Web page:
Translation Today: Audiovisual Translation in Focus

by Michał Organ (Volume editor)
©2019 Edited Collection 164 Pages


The book offers a comprehensive collection of carefully selected studies covering some of the most intriguing aspects within the field of audiovisual translation. The presented contributions delivered by authors representing different academic institutions seek to discuss theoretical and practical implications arising from the application of audiovisual materials in the process of foreign language teaching, the aspects of interlingual subtitling of news programmes, analysis of closed captions, the study of traditional folktales, rewriting and censoring of iconic series, the rendition of wordplays in audiovisual productions and the translation of video games.

Table Of Contents

  • Cover
  • Title Page
  • Copyright Page
  • About the editor
  • About the book
  • Citability of the eBook
  • Contents
  • List of Contributors
  • Introduction
  • The Potential of Audiovisual Translation Modalities in Teaching Foreign Languages
  • Interlingual Subtitling in Romanian TV News Programmes
  • Do We Still Need the Term ‘Closed Captions’?
  • Folktales from Jordan: Identity and Translation
  • Rewriting Communist Microcosmos: Translating Alternatywy 4 by Stanisław Bareja
  • Respecting the Art of Punning: Translating Puns in the Sitcom Two and a Half Men
  • Audiovisual Translation in Video Games. A Case Study of Mass Effect: Andromeda
  • List of Figures
  • List of Tables

List of Contributors

Anna Rędzioch-Korkuz

University of Warsaw, Poland

Raluca Sinu

Transilvania University of Braşov, Romania

Lucyna Harmon

University of Rzeszów, Poland

Margarita Isabel Asensio Pastor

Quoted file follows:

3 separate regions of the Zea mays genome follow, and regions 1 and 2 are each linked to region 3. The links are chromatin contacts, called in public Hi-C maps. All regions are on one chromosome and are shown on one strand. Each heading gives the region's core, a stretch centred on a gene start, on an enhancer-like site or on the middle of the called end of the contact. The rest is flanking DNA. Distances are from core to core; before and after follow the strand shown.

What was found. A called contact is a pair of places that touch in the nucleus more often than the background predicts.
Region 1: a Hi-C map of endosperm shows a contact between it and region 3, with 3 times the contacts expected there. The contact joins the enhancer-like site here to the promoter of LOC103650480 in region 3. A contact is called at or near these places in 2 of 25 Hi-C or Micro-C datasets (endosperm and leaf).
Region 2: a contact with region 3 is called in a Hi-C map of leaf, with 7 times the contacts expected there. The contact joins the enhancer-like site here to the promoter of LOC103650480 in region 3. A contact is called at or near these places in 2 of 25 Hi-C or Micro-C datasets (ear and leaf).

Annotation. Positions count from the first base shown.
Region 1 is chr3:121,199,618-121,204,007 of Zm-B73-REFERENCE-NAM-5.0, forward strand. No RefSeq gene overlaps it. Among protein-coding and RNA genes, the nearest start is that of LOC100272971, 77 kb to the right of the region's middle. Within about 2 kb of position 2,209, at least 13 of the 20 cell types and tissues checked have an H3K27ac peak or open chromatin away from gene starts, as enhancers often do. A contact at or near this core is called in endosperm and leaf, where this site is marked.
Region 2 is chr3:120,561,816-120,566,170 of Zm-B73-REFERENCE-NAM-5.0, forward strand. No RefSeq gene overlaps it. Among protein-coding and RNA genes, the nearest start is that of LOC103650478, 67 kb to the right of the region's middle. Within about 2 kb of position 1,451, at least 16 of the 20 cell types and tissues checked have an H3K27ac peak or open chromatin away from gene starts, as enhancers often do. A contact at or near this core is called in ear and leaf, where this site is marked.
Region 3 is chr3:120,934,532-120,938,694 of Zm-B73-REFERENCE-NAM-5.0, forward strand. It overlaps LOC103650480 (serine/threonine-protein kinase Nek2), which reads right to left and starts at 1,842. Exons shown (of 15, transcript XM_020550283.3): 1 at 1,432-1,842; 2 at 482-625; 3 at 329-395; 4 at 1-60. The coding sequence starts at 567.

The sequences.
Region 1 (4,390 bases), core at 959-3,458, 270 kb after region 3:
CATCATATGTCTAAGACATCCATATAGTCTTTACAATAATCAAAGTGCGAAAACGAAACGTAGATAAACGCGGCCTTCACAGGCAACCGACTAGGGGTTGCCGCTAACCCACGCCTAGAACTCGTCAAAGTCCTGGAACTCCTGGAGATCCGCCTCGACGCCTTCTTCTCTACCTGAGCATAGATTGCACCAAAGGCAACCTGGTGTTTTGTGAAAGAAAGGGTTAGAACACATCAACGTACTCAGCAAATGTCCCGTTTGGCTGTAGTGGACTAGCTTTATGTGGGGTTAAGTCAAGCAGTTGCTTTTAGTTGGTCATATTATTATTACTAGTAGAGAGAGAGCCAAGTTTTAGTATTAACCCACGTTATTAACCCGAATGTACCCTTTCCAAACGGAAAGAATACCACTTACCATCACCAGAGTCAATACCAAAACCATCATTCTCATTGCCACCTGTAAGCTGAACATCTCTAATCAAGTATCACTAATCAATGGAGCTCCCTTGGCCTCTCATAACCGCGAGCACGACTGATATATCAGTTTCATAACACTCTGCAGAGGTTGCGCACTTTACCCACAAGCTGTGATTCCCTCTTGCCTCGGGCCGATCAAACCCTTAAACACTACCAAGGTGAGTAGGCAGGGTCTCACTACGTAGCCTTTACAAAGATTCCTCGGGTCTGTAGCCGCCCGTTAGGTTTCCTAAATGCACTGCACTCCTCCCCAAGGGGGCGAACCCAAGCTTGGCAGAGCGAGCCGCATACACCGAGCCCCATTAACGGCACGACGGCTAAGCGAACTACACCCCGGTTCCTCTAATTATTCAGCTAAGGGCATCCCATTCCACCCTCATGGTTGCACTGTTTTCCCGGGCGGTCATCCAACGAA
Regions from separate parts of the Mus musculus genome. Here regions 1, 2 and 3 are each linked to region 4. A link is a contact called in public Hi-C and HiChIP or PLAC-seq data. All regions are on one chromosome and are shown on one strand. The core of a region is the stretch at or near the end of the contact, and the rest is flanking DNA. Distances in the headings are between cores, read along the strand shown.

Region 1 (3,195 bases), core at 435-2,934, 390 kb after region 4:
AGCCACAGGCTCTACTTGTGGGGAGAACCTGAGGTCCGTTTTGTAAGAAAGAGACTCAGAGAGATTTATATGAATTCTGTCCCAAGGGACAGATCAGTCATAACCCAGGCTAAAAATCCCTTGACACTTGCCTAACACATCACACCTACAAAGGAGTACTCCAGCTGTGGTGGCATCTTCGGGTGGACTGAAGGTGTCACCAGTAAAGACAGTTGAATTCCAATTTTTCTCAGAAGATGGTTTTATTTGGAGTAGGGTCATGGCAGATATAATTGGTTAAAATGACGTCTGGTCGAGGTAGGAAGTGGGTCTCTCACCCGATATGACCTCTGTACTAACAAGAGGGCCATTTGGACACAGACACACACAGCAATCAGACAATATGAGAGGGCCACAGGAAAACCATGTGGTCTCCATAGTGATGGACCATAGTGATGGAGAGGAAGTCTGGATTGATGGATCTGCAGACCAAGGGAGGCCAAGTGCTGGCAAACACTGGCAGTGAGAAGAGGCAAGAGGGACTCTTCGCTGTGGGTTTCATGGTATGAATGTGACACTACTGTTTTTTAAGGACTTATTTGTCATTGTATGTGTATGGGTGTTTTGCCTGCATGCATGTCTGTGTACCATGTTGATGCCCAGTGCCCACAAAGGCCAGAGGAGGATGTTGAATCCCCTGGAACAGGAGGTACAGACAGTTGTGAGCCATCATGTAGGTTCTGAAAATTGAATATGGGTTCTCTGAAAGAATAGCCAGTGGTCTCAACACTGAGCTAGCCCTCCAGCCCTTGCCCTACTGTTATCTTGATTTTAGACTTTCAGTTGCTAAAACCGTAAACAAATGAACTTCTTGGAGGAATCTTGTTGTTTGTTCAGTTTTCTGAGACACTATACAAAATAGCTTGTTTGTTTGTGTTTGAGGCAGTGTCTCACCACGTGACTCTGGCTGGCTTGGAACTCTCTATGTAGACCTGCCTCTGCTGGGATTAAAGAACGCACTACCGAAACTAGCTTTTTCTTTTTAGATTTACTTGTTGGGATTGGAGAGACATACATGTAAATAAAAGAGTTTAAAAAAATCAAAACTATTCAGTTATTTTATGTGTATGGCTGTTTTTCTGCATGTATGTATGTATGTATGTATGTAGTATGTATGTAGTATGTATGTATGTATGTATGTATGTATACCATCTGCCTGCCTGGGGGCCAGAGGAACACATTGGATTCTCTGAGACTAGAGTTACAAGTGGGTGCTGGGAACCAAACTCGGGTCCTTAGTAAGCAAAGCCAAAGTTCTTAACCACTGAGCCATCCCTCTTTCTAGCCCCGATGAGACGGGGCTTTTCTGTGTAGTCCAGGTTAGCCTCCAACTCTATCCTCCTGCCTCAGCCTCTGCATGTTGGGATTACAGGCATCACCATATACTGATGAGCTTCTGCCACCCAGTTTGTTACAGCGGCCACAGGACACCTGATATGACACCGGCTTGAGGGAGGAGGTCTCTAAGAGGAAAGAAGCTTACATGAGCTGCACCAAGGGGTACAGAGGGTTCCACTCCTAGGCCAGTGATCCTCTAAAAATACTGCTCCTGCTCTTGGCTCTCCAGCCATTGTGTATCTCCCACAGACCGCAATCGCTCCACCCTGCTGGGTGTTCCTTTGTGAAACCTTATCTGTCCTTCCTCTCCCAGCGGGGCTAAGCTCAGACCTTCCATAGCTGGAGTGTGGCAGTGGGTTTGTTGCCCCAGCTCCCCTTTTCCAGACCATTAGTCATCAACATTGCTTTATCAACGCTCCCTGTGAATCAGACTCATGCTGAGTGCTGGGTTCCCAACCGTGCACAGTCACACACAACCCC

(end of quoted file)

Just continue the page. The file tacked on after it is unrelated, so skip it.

Universidad De Almería, Spain

Michał Organ

University of Rzeszów, Poland

Karolina Puchała-Ladzińska

University of Rzeszów, Poland

Przemysław Drzystek

University of Rzeszów, Poland


The volume Translation Today: Audiovisual Translation in Focus provides a discussion of selected issues within the fastest growing field of translation studies – audiovisual translation. The presented collection of seven specially selected chapters is intended for researchers, scholars, academics, professional audiovisual translators and other specialists interested in the areas connected with the field of audiovisual translation. The authors, representing different academic centres and institutions, propose a platform for discussion on the broad spectrum of the current theoretical and methodological perspectives encompassing the application of audiovisual materials in the process of foreign language teaching, the aspects of interlingual subtitling of news programmes, practical and functional realizations of closed captions, the study of traditional folktales, rewriting and censoring iconic series, rendition of wordplays in audiovisual productions and the translation of video games.

The book opens with Anna Rędzioch-Korkuz who provides in-depth research on the application of audiovisual translation for the purposes of foreign language teaching. Due to the omnipresent nature of image- and technology-dominated reality the application of modern information and communication technologies for the needs of teaching foreign languages seems to be suitable and somehow natural for contemporary learners. To capture students’ attention and stimulate interest in the material covered, teachers should employ audiovisual means to make the learning process more attractive and engaging. This mission may be achieved by the application of genuine audiovisual materials presenting some real contexts taken from a given foreign culture. Selected movie extracts representing different audiovisual modalities may meet the needs of the mission, and the study conducted by the author enlists the advantages of such a strategy and proposes some useful examples and ideas that may be applied during a foreign language lesson.